GRP_Photo
Instructor

I keep my key in a small drawer beside the drill press. I found the variations on twist ties unsatisfactory. My press actually has a clip mounted on it to hold the chuck key, but I prefer the drawer.
red-on-red
Intermediate Driver

I just stuck a strong magnet to the frame on the drill press, and stick the chuck key to the magnet. ... Gary
Jake
Intermediate Driver

Also, that drill press vice doesn't look as if it is secured to the drill press table. Without bolting (preferred) or clamping it to the table, all you're doing is adding some additional mass for the drill press to sling around when the bit gets stuck.
coop
Intermediate Driver

I think you mean "vise".
FigueroB
Intermediate Driver

Without undue care?
Kyle
Moderator

Sharp eye! I've corrected that.
topside
Advanced Driver

Well, I'll have you know that I can make ANY tool lethal ! I've literally bled on every major project over the last 40-some years. Seriously, though, a good reminder. My advice - trust me on this - is to work at a measured pace and not try to rush the task at hand. Think and visualize before and during your wrench session, and minimize - if not avoid - distractions that impair focus.
barfle
Intermediate Driver

I’d like to add trying to finish just that one little task when you’re tired. I had a tendency to see if I could do one more thing in order to get to a good “stopping point.” Recognizing when you should quit for the day isn’t something most younger wrenchers can do yet.
RJ
Detailer

I mentally link this to the comment above, regarding beer. Working with a couple of friends on race car projects, whoever lost concentration first rang a bell on the shop wall. That was the signal to down tools and grab a beer - never before.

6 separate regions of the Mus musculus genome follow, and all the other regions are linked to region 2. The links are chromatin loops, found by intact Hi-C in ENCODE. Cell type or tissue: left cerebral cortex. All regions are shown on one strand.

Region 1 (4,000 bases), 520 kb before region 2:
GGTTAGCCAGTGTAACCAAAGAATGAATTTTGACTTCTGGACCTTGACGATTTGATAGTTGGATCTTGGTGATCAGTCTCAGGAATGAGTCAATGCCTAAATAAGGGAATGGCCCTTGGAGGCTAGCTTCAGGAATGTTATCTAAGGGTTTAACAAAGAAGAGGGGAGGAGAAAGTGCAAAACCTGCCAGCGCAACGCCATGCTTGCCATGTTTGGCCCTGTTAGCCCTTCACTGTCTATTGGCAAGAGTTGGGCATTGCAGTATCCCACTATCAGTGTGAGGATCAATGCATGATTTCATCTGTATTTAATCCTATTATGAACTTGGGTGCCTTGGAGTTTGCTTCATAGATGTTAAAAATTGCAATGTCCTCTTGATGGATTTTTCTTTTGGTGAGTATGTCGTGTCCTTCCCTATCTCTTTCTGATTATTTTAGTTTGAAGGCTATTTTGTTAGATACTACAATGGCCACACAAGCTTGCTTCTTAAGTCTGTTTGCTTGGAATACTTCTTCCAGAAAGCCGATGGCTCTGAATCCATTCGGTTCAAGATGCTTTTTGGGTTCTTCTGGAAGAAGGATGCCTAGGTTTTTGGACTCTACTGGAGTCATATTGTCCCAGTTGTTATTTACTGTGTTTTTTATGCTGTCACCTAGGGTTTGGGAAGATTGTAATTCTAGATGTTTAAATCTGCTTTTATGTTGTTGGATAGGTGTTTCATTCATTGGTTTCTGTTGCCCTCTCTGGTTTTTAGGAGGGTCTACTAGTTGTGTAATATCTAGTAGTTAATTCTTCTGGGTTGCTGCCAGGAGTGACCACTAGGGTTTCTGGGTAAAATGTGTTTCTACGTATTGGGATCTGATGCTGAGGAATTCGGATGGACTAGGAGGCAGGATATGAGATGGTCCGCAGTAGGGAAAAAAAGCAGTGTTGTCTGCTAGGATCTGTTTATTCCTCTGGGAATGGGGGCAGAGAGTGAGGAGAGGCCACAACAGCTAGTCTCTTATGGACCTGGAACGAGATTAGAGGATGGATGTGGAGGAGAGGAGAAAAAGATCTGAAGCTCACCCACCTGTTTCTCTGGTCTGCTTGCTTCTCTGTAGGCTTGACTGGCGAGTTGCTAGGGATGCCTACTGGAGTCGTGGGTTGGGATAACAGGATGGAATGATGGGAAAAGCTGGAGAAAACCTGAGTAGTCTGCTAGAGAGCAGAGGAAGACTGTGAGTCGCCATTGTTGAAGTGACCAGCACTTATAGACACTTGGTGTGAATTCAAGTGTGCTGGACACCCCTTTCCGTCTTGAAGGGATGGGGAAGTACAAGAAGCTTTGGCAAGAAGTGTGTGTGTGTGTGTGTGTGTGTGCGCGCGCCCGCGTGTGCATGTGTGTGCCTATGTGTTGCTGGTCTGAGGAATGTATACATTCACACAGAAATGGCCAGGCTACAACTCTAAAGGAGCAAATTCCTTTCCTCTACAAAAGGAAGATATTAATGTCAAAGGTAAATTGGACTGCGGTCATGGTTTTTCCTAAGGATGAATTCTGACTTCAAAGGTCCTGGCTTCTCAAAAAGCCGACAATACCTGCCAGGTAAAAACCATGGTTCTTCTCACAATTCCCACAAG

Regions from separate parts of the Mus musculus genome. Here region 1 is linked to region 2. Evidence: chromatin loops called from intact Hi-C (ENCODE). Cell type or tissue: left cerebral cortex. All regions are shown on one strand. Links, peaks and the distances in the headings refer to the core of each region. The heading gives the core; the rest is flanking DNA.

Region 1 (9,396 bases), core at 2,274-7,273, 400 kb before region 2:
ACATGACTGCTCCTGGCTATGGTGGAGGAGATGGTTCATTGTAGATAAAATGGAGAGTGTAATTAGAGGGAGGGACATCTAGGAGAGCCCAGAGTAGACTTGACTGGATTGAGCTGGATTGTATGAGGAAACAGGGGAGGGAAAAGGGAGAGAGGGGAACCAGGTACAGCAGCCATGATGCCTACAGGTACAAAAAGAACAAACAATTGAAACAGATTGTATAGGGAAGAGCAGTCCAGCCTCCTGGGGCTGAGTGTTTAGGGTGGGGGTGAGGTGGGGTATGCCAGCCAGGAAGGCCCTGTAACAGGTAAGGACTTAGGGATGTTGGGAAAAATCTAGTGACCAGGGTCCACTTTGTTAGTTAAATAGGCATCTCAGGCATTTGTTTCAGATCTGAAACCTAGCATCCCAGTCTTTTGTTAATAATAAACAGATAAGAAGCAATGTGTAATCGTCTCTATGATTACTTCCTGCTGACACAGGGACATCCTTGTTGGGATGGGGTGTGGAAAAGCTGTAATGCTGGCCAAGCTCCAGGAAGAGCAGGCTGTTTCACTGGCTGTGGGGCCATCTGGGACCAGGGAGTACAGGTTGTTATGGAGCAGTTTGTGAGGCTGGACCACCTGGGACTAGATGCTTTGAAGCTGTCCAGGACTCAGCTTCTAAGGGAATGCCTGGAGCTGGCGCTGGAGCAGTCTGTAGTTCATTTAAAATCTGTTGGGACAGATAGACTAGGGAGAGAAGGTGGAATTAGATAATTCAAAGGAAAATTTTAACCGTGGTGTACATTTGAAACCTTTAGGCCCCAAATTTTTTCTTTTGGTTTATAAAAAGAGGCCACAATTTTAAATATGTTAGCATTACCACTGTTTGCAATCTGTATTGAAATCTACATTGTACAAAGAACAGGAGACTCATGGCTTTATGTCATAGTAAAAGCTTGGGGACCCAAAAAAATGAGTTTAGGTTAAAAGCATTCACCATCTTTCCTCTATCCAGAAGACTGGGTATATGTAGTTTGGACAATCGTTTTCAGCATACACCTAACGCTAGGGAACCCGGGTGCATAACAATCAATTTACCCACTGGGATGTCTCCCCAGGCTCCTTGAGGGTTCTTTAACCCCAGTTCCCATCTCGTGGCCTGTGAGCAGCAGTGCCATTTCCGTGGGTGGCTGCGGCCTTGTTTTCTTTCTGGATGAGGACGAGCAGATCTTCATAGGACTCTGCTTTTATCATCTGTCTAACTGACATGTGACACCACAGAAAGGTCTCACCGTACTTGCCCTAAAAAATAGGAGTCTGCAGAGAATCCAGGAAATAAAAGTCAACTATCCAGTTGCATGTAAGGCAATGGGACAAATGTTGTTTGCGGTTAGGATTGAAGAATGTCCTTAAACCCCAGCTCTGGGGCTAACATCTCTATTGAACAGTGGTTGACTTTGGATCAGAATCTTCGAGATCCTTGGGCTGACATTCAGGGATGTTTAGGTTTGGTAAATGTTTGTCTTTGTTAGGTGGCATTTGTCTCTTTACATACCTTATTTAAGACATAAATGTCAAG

hunternicholas
Detailer

Absolutely, well said and true.
hunternicholas
Detailer

Well said, topside.
timwahl215
New Driver

It has taken myself a long time to learn the lesson "if this seems too tight or isn't coming apart easily, something isn't right". This goes back to the ego part and grabbing for a larger breaker bar, or finding that hidden bolt before smashing your knuckles on sharp metal (or rust) trying to break something loose.
GRP_Photo
Instructor

Or discovering too late that it's a left-hand thread nut.
Gary_Bechtold
Specialist

Very good points.

I could joke about paper because those cuts hurt!
RickL
Advanced Driver

Buffing wheel for me. I did one of the dumbest things in the garage. I was buffing some stainless, with shield on, gloves, apron. I took shield off and there was something on my prescription glasses, just hit quick with the buffer. Zing, there went my glasses, all mangled up. Worse part is going in to tell my wife. Ay, yi, yi. Stupid In, Stupid Out. Lesson learned.
SLD
Intermediate Driver

Exactly right. Similar thing happened to me years ago, but I wasn't working with any power tools. I was disassembling an ignition cylinder when its retaining spring snapped. Part of the spring zinged off my glasses. Now I wear safety glasses when I'm doing any work with any tools around my car or house.
majorbob
Intermediate Driver

I have been turning wrenches for 50 years. Yeah, I know I am old but in that 50 years I have learned some serious safety lessons. Some of those lessons nearly put an end to me. Now I am super safety minded. I have a well equipped shop at my home. It contains some great tools, like an automotive lift, lots of special purpose automotive tools and quality hand tools.